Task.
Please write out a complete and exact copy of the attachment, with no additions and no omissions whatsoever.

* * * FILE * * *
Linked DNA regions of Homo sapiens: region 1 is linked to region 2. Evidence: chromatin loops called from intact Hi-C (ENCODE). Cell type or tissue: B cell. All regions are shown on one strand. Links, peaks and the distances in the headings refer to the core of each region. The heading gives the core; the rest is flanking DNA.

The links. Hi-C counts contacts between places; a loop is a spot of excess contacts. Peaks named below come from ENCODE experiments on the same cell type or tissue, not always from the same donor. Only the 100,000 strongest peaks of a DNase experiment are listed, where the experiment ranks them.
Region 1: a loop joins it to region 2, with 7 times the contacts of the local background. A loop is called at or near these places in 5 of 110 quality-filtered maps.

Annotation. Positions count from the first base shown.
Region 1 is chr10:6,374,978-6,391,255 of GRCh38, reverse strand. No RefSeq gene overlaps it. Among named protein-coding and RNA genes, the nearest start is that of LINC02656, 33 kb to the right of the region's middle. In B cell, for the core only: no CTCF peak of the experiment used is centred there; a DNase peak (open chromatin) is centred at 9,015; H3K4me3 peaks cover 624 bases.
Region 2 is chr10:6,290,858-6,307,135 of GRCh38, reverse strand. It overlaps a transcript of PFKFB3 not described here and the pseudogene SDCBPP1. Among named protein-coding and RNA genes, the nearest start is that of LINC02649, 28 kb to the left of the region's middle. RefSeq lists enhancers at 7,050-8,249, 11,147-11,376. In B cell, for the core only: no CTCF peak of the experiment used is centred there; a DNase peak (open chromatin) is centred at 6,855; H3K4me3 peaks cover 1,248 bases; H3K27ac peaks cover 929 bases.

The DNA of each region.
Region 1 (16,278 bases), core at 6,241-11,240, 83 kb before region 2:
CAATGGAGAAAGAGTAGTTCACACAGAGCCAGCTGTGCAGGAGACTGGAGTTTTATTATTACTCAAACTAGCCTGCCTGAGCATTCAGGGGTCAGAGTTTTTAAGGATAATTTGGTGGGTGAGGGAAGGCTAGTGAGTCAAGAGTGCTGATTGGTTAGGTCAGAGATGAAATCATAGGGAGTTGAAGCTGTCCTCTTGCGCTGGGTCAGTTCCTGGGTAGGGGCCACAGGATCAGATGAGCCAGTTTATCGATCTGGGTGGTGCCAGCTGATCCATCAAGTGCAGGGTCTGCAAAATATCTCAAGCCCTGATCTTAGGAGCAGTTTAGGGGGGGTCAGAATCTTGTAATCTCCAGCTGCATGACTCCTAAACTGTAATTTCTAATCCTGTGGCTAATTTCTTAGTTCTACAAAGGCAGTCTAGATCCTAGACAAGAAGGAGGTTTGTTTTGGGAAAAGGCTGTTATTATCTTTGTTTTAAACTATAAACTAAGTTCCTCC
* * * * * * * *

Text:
Linked DNA regions of Homo sapiens: region 1 is linked to region 2. Evidence: chromatin loops called from intact Hi-C (ENCODE). Cell type or tissue: B cell. All regions are shown on one strand. Links, peaks and the distances in the headings refer to the core of each region. The heading gives the core; the rest is flanking DNA.

The links. Hi-C counts contacts between places; a loop is a spot of excess contacts. Peaks named below come from ENCODE experiments on the same cell type or tissue, not always from the same donor. Only the 100,000 strongest peaks of a DNase experiment are listed, where the experiment ranks them.
Region 1: a loop joins it to region 2, with 7 times the contacts of the local background. A loop is called at or near these places in 5 of 110 quality-filtered maps.

Annotation. Positions count from the first base shown.
Region 1 is chr10:6,374,978-6,391,255 of GRCh38, reverse strand. No RefSeq gene overlaps it. Among named protein-coding and RNA genes, the nearest start is that of LINC02656, 33 kb to the right of the region's middle. In B cell, for the core only: no CTCF peak of the experiment used is centred there; a DNase peak (open chromatin) is centred at 9,015; H3K4me3 peaks cover 624 bases.
Region 2 is chr10:6,290,858-6,307,135 of GRCh38, reverse strand. It overlaps a transcript of PFKFB3 not described here and the pseudogene SDCBPP1. Among named protein-coding and RNA genes, the nearest start is that of LINC02649, 28 kb to the left of the region's middle. RefSeq lists enhancers at 7,050-8,249, 11,147-11,376. In B cell, for the core only: no CTCF peak of the experiment used is centred there; a DNase peak (open chromatin) is centred at 6,855; H3K4me3 peaks cover 1,248 bases; H3K27ac peaks cover 929 bases.

The DNA of each region.
Region 1 (16,278 bases), core at 6,241-11,240, 83 kb before region 2:
CAATGGAGAAAGAGTAGTTCACACAGAGCCAGCTGTGCAGGAGACTGGAGTTTTATTATTACTCAAACTAGCCTGCCTGAGCATTCAGGGGTCAGAGTTTTTAAGGATAATTTGGTGGGTGAGGGAAGGCTAGTGAGTCAAGAGTGCTGATTGGTTAGGTCAGAGATGAAATCATAGGGAGTTGAAGCTGTCCTCTTGCGCTGGGTCAGTTCCTGGGTAGGGGCCACAGGATCAGATGAGCCAGTTTATCGATCTGGGTGGTGCCAGCTGATCCATCAAGTGCAGGGTCTGCAAAATATCTCAAGCCCTGATCTTAGGAGCAGTTTAGGGGGGGTCAGAATCTTGTAATCTCCAGCTGCATGACTCCTAAACTGTAATTTCTAATCCTGTGGCTAATTTCTTAGTTCTACAAAGGCAGTCTAGATCCTAGACAAGAAGGAGGTTTGTTTTGGGAAAAGGCTGTTATTATCTTTGTTTTAAACTATAAACTAAGTTCCTCC